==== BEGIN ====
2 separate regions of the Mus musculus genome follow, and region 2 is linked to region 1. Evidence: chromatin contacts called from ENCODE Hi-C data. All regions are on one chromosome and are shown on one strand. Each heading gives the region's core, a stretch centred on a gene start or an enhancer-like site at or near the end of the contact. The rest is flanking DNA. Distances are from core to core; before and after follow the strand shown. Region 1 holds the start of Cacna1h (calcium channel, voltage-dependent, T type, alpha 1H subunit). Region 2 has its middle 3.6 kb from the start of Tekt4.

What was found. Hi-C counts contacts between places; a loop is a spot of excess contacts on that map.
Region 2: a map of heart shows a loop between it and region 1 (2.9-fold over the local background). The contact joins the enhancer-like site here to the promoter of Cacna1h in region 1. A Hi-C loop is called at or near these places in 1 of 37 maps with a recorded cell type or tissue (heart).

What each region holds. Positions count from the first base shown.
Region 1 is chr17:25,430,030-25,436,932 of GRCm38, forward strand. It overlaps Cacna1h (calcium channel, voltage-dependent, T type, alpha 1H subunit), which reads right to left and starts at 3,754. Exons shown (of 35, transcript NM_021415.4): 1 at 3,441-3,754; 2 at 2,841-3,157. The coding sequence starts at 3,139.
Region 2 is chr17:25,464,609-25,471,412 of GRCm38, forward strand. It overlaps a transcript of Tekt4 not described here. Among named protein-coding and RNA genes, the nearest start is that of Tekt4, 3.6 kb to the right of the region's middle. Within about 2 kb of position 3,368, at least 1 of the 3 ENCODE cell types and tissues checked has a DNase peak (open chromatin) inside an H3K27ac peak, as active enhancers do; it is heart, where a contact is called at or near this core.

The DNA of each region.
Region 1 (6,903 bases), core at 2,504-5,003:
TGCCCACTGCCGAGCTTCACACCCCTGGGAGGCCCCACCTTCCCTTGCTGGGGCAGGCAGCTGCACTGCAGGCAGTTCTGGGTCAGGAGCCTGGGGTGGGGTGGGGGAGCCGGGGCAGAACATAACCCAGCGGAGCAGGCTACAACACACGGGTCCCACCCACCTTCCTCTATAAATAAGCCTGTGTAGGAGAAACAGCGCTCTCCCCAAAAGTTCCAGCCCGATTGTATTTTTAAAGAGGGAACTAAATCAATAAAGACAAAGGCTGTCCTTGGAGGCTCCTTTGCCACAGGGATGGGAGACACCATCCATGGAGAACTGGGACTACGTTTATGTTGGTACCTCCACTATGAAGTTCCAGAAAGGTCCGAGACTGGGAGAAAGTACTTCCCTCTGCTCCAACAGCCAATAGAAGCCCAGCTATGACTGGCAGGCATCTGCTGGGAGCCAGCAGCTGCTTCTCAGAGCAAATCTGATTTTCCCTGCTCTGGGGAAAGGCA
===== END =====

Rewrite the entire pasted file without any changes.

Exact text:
2 separate regions of the Mus musculus genome follow, and region 2 is linked to region 1. Evidence: chromatin contacts called from ENCODE Hi-C data. All regions are on one chromosome and are shown on one strand. Each heading gives the region's core, a stretch centred on a gene start or an enhancer-like site at or near the end of the contact. The rest is flanking DNA. Distances are from core to core; before and after follow the strand shown. Region 1 holds the start of Cacna1h (calcium channel, voltage-dependent, T type, alpha 1H subunit). Region 2 has its middle 3.6 kb from the start of Tekt4.

What was found. Hi-C counts contacts between places; a loop is a spot of excess contacts on that map.
Region 2: a map of heart shows a loop between it and region 1 (2.9-fold over the local background). The contact joins the enhancer-like site here to the promoter of Cacna1h in region 1. A Hi-C loop is called at or near these places in 1 of 37 maps with a recorded cell type or tissue (heart).

What each region holds. Positions count from the first base shown.
Region 1 is chr17:25,430,030-25,436,932 of GRCm38, forward strand. It overlaps Cacna1h (calcium channel, voltage-dependent, T type, alpha 1H subunit), which reads right to left and starts at 3,754. Exons shown (of 35, transcript NM_021415.4): 1 at 3,441-3,754; 2 at 2,841-3,157. The coding sequence starts at 3,139.
Region 2 is chr17:25,464,609-25,471,412 of GRCm38, forward strand. It overlaps a transcript of Tekt4 not described here. Among named protein-coding and RNA genes, the nearest start is that of Tekt4, 3.6 kb to the right of the region's middle. Within about 2 kb of position 3,368, at least 1 of the 3 ENCODE cell types and tissues checked has a DNase peak (open chromatin) inside an H3K27ac peak, as active enhancers do; it is heart, where a contact is called at or near this core.

The DNA of each region.
Region 1 (6,903 bases), core at 2,504-5,003:
TGCCCACTGCCGAGCTTCACACCCCTGGGAGGCCCCACCTTCCCTTGCTGGGGCAGGCAGCTGCACTGCAGGCAGTTCTGGGTCAGGAGCCTGGGGTGGGGTGGGGGAGCCGGGGCAGAACATAACCCAGCGGAGCAGGCTACAACACACGGGTCCCACCCACCTTCCTCTATAAATAAGCCTGTGTAGGAGAAACAGCGCTCTCCCCAAAAGTTCCAGCCCGATTGTATTTTTAAAGAGGGAACTAAATCAATAAAGACAAAGGCTGTCCTTGGAGGCTCCTTTGCCACAGGGATGGGAGACACCATCCATGGAGAACTGGGACTACGTTTATGTTGGTACCTCCACTATGAAGTTCCAGAAAGGTCCGAGACTGGGAGAAAGTACTTCCCTCTGCTCCAACAGCCAATAGAAGCCCAGCTATGACTGGCAGGCATCTGCTGGGAGCCAGCAGCTGCTTCTCAGAGCAAATCTGATTTTCCCTGCTCTGGGGAAAGGCA